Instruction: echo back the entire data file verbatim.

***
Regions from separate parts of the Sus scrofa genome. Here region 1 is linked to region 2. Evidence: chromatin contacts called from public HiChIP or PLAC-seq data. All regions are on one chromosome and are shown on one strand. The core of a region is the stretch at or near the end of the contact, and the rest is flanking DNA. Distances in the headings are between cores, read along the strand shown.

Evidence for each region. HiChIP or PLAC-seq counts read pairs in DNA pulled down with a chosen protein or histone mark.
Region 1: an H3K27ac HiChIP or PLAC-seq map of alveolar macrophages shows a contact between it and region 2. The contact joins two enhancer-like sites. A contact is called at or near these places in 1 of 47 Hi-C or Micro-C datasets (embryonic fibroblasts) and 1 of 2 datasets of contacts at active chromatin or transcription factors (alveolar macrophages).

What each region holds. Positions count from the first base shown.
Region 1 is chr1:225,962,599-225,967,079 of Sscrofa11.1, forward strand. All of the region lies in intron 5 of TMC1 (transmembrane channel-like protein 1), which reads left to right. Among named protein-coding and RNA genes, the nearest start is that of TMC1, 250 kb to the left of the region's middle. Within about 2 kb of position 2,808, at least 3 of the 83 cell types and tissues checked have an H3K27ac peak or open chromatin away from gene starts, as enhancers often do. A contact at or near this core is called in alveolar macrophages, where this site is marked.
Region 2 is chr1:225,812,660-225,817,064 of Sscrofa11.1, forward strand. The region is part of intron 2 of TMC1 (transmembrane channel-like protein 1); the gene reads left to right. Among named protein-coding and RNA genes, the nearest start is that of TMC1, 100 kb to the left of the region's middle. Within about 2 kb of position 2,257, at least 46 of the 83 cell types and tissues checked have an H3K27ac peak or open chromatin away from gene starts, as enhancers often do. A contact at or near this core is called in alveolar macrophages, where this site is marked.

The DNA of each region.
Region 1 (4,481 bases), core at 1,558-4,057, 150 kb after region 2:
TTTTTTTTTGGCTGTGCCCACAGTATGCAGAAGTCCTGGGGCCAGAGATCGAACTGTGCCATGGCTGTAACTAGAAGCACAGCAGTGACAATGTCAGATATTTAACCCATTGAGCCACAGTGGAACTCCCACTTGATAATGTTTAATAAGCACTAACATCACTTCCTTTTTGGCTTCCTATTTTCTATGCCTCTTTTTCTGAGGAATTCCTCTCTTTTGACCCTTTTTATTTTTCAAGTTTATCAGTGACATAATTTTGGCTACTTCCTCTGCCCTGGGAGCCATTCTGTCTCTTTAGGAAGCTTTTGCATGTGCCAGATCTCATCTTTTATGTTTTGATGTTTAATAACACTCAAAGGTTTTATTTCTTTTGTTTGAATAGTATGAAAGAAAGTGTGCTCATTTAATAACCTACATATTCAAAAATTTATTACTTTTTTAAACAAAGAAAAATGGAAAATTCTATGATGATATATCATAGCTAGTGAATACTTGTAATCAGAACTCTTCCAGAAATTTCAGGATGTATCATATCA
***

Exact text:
Regions from separate parts of the Sus scrofa genome. Here region 1 is linked to region 2. Evidence: chromatin contacts called from public HiChIP or PLAC-seq data. All regions are on one chromosome and are shown on one strand. The core of a region is the stretch at or near the end of the contact, and the rest is flanking DNA. Distances in the headings are between cores, read along the strand shown.

Evidence for each region. HiChIP or PLAC-seq counts read pairs in DNA pulled down with a chosen protein or histone mark.
Region 1: an H3K27ac HiChIP or PLAC-seq map of alveolar macrophages shows a contact between it and region 2. The contact joins two enhancer-like sites. A contact is called at or near these places in 1 of 47 Hi-C or Micro-C datasets (embryonic fibroblasts) and 1 of 2 datasets of contacts at active chromatin or transcription factors (alveolar macrophages).

What each region holds. Positions count from the first base shown.
Region 1 is chr1:225,962,599-225,967,079 of Sscrofa11.1, forward strand. All of the region lies in intron 5 of TMC1 (transmembrane channel-like protein 1), which reads left to right. Among named protein-coding and RNA genes, the nearest start is that of TMC1, 250 kb to the left of the region's middle. Within about 2 kb of position 2,808, at least 3 of the 83 cell types and tissues checked have an H3K27ac peak or open chromatin away from gene starts, as enhancers often do. A contact at or near this core is called in alveolar macrophages, where this site is marked.
Region 2 is chr1:225,812,660-225,817,064 of Sscrofa11.1, forward strand. The region is part of intron 2 of TMC1 (transmembrane channel-like protein 1); the gene reads left to right. Among named protein-coding and RNA genes, the nearest start is that of TMC1, 100 kb to the left of the region's middle. Within about 2 kb of position 2,257, at least 46 of the 83 cell types and tissues checked have an H3K27ac peak or open chromatin away from gene starts, as enhancers often do. A contact at or near this core is called in alveolar macrophages, where this site is marked.

The DNA of each region.
Region 1 (4,481 bases), core at 1,558-4,057, 150 kb after region 2:
TTTTTTTTTGGCTGTGCCCACAGTATGCAGAAGTCCTGGGGCCAGAGATCGAACTGTGCCATGGCTGTAACTAGAAGCACAGCAGTGACAATGTCAGATATTTAACCCATTGAGCCACAGTGGAACTCCCACTTGATAATGTTTAATAAGCACTAACATCACTTCCTTTTTGGCTTCCTATTTTCTATGCCTCTTTTTCTGAGGAATTCCTCTCTTTTGACCCTTTTTATTTTTCAAGTTTATCAGTGACATAATTTTGGCTACTTCCTCTGCCCTGGGAGCCATTCTGTCTCTTTAGGAAGCTTTTGCATGTGCCAGATCTCATCTTTTATGTTTTGATGTTTAATAACACTCAAAGGTTTTATTTCTTTTGTTTGAATAGTATGAAAGAAAGTGTGCTCATTTAATAACCTACATATTCAAAAATTTATTACTTTTTTAAACAAAGAAAAATGGAAAATTCTATGATGATATATCATAGCTAGTGAATACTTGTAATCAGAACTCTTCCAGAAATTTCAGGATGTATCATATCA